HANNITY: You talked about a 50 state —

GIULIANI: And the senator keeps saying that none of us on the state supported the surge. I supported the surge — I won't speak for the other candidates. I think Mitt Romney did. I don't remember any Republican not supporting the surge, candidates for president.

HANNITY: You talked about 50 states, and you mentioned the other states that are coming up here: Florida, New York, New Jersey, Connecticut, California, Washington, Oregon, and how those states for many years now have not been in play in terms of presidential elections for Republicans.

GIULIANI: It is really critical that we put those states in play to win the presidency and have any chance of winning back the House or the Senate this time or next time. Those states are the states where we lost our congressional seats, where we lost some of our Senate seats.

Take a state like Minnesota, Norm Coleman is up for re-election. That's going to be a tough one. We have a presidential candidate that can't run in Minnesota, we're going to be in trouble.

COLMES: Mayor, we only have a short time, unfortunately, but even your surrogates that come on the show supporting you say you have a very risky strategy. And now the word is that you're pulling out of South Carolina. Is that true?

GIULIANI: Unconventional strategy.

You covered me from the time I was U.S. Attorney. Have I ever done anything conventional?

COLMES: I'm using the word "risky," not just "unconventional."

GIULIANI: OK, whatever you want to call it. I make tough decisions.

COLMES: You say the buzz from Iowa and New Hampshire and the focus on some of the other candidates — any second thoughts about your strategy, waiting for Florida?

GIULIANI: I think it is working out great for us. What we need is a couple of different candidates winning here, there, and other places. We are in a very strong position in Florida. People don't realize how close my connection is to Florida, how much work I've done.

COLMES: You have to win, is that a must-win for you?

GIULIANI: It's very important. No candidate will ever say it's a must-win. Do you want me to tell you it's real important? It's real important.

COLMES: Let's talk about the debate tonight. You invoked Ronald Reagan, and you talked about what happened 20 years ago. The Democrats are talking about the future. Is that a clear divide, where you're just looking to the past, where Democrats are looking forward.

GIULIANI: No way. We're looking toward the future, a different future. The Democrats are looking toward a future of much higher taxes.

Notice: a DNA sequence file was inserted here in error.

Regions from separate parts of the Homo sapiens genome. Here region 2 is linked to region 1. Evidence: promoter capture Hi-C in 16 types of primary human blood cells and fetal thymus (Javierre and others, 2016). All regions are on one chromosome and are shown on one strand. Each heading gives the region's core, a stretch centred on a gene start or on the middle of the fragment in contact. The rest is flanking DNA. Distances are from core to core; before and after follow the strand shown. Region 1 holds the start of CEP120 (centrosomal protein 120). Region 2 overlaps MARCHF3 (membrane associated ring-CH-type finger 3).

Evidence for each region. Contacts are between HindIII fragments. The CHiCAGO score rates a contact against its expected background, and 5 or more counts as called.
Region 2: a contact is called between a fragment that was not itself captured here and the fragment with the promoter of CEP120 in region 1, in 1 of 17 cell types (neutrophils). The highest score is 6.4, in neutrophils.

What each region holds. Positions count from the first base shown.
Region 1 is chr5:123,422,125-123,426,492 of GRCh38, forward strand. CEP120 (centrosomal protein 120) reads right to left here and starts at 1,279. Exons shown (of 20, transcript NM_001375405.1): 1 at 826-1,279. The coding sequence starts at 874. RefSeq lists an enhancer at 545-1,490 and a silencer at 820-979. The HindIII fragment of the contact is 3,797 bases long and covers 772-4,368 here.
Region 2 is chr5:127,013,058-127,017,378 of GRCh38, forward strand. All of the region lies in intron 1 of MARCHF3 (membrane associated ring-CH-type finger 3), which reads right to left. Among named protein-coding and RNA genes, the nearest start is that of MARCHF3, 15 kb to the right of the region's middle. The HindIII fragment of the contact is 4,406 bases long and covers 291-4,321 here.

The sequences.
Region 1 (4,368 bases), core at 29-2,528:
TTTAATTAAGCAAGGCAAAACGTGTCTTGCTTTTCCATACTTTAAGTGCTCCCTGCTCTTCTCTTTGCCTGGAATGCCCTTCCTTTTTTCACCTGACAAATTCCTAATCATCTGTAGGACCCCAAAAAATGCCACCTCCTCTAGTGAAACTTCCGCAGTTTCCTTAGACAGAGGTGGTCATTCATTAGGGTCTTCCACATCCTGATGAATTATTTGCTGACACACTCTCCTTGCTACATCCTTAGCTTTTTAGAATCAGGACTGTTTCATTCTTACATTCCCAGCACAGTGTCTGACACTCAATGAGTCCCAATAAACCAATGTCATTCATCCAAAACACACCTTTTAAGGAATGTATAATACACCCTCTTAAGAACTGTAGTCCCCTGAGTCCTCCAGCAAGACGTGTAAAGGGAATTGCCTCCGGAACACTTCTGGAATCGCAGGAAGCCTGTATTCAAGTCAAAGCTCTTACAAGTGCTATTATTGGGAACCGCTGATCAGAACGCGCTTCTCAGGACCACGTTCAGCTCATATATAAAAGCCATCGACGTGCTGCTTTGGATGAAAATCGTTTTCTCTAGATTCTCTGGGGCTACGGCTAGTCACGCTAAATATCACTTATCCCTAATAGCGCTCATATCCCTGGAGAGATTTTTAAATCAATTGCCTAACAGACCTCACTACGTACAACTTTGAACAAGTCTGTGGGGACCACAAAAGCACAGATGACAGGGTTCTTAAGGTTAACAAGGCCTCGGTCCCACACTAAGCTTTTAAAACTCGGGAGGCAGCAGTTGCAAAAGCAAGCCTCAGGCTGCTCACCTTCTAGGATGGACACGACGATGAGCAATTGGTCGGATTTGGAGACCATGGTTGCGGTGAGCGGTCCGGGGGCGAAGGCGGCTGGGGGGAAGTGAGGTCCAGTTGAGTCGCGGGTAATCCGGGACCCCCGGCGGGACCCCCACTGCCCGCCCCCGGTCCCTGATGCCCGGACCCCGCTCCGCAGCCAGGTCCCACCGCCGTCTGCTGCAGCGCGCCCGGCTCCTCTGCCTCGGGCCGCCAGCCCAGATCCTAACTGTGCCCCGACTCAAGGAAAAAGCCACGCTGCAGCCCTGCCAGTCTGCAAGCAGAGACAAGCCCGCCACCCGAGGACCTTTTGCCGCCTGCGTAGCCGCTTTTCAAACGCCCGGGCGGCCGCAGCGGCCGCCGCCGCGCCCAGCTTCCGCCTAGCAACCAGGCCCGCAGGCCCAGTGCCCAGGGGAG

COLMES: No, rescinding the tax cuts on the high income people.

GIULIANI: That becomes higher taxes. We're looking for a future with lower taxes. They're looking for a future with a bigger central government. We're looking for a —

COLMES: A bigger central government with Bush is what we have had with the Homeland Security Department.

GIULIANI: They want to do socialized medicine. We would rather —

COLMES: Health care for everybody.

GIULIANI: — they want to pull out of Iraq precipitously, which would create the risk of a headquarters for terrorism in Iraq. We want a win in Iraq. We want a stable Iraq that is an alley of ours in the terrorists war against us.

We are both looking toward the future. They want change, we want change, and American people have to decide which kind they want.

COLMES: The more you invoke Ronald Reagan, the more the perception is you're looking toward the past, not the future.

GIULIANI: I talk about Ronald Reagan because he embodies some of the core principles of our party that apply to our future. The same way Democrats embrace Franklin Roosevelt or John Kennedy —

COLMES: Mayor, we're just out of time for this thing. But thanks for being with us, nice to see you.

GIULIANI: Thank you.

COLMES: And Senator Fred Thompson is coming up next on this special live edition of "Hannity and Colmes," plus the early results of your text polling, and we'll give you what you're saying about who won this debate, coming up.


COLMES: Welcome back to a special edition of HANNITY & COLMES. We're live from Myrtle Beach, South Carolina and it's time to announce you think won tonight's Republican debate as of right now. We'll continue throughout the night. Ron Paul with 35 percent, followed by Mike Huckabee with 18 percent, in third place Fred Thompson with 17 percent of your vote. We're going to reveal the final results at the close of the show.

And now joining us fresh off the debate, Republican presidential candidate Fred Thompson. Senator, what is your reaction to those results that we got?

FRED THOMPSON, (R) PRESIDENTIAL CANDIDATE: Sounds like I need to do a little lobbying here while I'm on the set.

COLMES: Actually, you had some biting comments, you had some good one- liners tonight.

THOMPSON: I don't consider them biting, they kind of played into my wheelhouse, they talked about the Reagan coalition, I feel very strongly about that, I feel like the fate of the Republican Party is going to be decided this year for some years to come, whether or not we believe in that or whether or not we feel like, you know, we need to go in a totally different direction, which I do not believe.

COLMES: You really went after at one point Mike Huckabee and you basically said something about him being part of the blame America first crowd. Is that something you feel about him? Is he a blame America firster, Mike Huckabee?

THOMPSON: When he says our administration has a bunker mentality and that we have an arrogant policy. We went into Iraq with 16 countries. I wonder if they were arrogant, things are turning out well there. He said that he wasn't sure he supported the surge, so he hasn't been totally on board.